Income Tax Refunds in Bankruptcy-Chapter 7
If you’re filing a “straight bankruptcy” case, how do you keep your income tax refund?
Keeping tax refunds is all about timing. You can generally keep your refund but absolutely have to play it right, following rules that at first may not make sense. It is all too easy to mess this up, so you truly should have your attorney guide you through it, applying your unique circumstances to your local laws and practices. But here are the general principles at play.
Let’s start with some background to make sense of this:
- From the bankruptcy system’s perspective, a Chapter 7 case focuses on assets—determining whether you get to keep everything you own or not. That’s why it’s called the “liquidation” chapter. Most of the time you do get to keep everything, but sometimes some of it gets “liquated”—taken from you and turned by your bankruptcy trustee into cash, which then gets paid to your creditors.
- So where does your tax refund fit into this—is it is an asset that your trustee can take from you? That mostly depends on your timing.
- Everything you own or have a right to at the moment your Chapter 7 bankruptcy case is filed becomes your “bankruptcy estate.”
- That “estate” includes both your tangible assets and also intangible ones. One kind of intangible asset is a debt owed to you. A tax refund can be such an intangible asset of your “bankruptcy estate.”
The timing of the filing of your Chapter 7 case determines whether a tax refund is part of your “bankruptcy estate” and therefore could potentially be taken from you:
- An income tax refund is considered your asset as of the time of the last payroll withholding of the year being considered. That’s because as of that time, the full amount of that refund has accrued. Even though until you prepare your tax returns nobody knows the amount of your refund—or even whether you will be receiving one at all—for bankruptcy purposes, the anticipated tax refund is legally all yours as of the very beginning of the next year. And what’s yours is part of your “bankruptcy estate.”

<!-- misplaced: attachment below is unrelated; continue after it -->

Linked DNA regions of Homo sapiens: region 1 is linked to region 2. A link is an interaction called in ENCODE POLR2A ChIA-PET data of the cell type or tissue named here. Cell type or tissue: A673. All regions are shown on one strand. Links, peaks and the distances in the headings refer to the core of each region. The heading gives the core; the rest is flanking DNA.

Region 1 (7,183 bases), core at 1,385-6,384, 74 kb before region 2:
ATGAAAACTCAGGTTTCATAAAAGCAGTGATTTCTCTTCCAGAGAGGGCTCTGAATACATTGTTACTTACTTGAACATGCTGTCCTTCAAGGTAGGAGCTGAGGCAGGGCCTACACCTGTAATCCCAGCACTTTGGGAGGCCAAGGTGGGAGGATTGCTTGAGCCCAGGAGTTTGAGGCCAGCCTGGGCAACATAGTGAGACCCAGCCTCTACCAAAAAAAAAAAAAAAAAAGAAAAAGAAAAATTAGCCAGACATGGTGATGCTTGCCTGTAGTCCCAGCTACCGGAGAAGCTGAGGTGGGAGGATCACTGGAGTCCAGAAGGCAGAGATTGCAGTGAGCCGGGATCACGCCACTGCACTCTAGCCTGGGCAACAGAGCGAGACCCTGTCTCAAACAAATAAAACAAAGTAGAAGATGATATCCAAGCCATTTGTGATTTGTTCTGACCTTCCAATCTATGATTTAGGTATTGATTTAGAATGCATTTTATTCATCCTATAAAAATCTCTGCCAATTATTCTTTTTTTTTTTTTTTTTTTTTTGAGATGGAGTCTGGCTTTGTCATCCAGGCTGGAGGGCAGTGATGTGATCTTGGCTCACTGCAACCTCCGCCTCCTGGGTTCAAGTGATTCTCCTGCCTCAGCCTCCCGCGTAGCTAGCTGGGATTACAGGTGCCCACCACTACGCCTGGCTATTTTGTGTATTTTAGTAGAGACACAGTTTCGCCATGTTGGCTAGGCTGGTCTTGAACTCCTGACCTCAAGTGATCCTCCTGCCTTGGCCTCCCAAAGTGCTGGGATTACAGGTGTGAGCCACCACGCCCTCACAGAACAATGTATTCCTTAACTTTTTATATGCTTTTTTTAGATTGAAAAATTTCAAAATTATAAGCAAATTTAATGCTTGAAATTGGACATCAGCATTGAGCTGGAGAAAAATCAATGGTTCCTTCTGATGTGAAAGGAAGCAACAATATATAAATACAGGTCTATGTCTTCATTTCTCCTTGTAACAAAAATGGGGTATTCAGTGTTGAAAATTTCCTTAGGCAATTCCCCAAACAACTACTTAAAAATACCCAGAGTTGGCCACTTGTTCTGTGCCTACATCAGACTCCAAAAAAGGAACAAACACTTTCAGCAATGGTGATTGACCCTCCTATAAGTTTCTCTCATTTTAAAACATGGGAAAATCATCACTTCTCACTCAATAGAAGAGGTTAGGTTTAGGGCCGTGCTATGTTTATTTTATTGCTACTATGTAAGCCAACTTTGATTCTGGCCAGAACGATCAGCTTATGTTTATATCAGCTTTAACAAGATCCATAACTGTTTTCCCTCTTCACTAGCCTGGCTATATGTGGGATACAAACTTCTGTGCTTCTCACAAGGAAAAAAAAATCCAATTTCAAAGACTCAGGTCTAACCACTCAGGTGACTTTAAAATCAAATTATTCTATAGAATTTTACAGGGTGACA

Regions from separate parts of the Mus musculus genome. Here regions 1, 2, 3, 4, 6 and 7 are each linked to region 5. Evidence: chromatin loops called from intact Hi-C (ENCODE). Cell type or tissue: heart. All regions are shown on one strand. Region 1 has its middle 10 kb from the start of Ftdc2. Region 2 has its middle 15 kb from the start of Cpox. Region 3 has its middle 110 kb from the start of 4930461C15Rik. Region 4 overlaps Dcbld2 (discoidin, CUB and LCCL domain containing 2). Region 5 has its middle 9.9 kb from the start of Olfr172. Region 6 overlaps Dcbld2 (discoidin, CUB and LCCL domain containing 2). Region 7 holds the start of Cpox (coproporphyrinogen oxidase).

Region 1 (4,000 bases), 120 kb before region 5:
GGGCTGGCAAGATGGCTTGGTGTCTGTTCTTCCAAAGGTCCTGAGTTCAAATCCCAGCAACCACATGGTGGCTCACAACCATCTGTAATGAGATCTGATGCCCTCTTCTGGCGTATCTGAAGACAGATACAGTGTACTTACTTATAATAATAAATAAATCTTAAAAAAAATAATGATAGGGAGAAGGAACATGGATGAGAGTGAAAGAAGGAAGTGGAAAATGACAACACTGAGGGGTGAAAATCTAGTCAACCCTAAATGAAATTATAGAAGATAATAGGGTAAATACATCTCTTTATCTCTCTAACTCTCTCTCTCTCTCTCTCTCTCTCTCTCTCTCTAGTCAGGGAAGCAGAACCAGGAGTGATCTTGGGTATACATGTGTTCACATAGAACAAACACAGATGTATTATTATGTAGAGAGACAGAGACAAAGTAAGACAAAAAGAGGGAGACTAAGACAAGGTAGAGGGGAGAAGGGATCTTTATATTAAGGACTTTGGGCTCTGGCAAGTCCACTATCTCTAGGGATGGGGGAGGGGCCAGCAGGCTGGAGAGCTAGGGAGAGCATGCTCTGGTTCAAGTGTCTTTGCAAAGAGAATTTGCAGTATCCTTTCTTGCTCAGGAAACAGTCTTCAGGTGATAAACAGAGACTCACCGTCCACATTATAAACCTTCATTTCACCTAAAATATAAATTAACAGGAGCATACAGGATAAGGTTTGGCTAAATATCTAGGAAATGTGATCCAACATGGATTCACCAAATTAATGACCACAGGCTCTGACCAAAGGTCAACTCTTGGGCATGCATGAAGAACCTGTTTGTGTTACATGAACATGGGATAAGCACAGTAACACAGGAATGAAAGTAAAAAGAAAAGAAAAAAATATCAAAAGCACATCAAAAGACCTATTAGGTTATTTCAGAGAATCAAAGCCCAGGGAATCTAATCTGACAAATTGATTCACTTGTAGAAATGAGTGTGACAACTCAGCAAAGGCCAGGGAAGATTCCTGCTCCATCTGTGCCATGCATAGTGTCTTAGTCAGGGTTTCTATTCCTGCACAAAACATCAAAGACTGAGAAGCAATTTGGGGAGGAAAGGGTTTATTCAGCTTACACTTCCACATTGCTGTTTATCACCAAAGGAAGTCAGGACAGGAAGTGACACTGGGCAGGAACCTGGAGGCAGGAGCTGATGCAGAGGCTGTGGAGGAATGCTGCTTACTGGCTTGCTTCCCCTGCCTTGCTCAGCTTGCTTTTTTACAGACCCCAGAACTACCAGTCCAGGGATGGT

- So IF you file after the beginning of the year but before receiving and appropriately spending the refund, that refund is part of your “bankruptcy estate” and is at least at risk of being taken from you. Again, this is true even if you have no idea how much that refund will be, or even whether you are entitled to one.
- BUT, if you DO receive and appropriately spend the refund before your Chapter 7 case is filed, then the refund is gone and is no longer your asset, and so is no longer part of your “bankruptcy estate.” Your trustee has no claim to it.
Even if your tax refund IS part of your “bankruptcy estate,” it will not be taken from you if it is exempt:
- Although theoretically it’s safest to file your Chapter 7 case when your tax refund is not part of your “estate”—such as after you receive and appropriately spend it beforehand, sometimes you don’t have that much flexibility about when you file your bankruptcy. Then especially it’s critical to get good legal advice about whether that refund will be exempt based on the local law applicable to the case.
- Usually, you get to keep most or all of your “estate” because it’s “exempt”—protected. In the same way, tax refunds are often exempt, depending on the amount of the refund and the exemption that’s applicable to it.
- Some states have specific exemptions applicable to certain parts of the tax refund, or laws that exclude them from the bankruptcy estate altogether, particularly for the Child Tax Credit or the Earned Income Tax Credit.
Even if a tax refund, or some portion of it, is not exempt, sometimes the Chapter 7 trustee may still NOT want it:
- The trustee may decide that the amount the “estate” would get—the refund by itself or in conjunction with any other non-exempt asset(s)—is not enough in value to justify creating an “asset case.” The amount of refund to be collected may be too small to justify the administrative cost involved to collect and distribute it. You might hear the trustee say that the amount of the refund is “insufficient for a meaningful distribution to the creditors.”
- What that “insufficient” amount is differs from one court to another, and often even from one trustee to another, so this is another specific area where you need the guidance of an experienced attorney.
- Caution: if the trustee is already collecting any other assets as part of the “estate,” then most likely he or she will want every dollar of your tax refunds that are not exempt.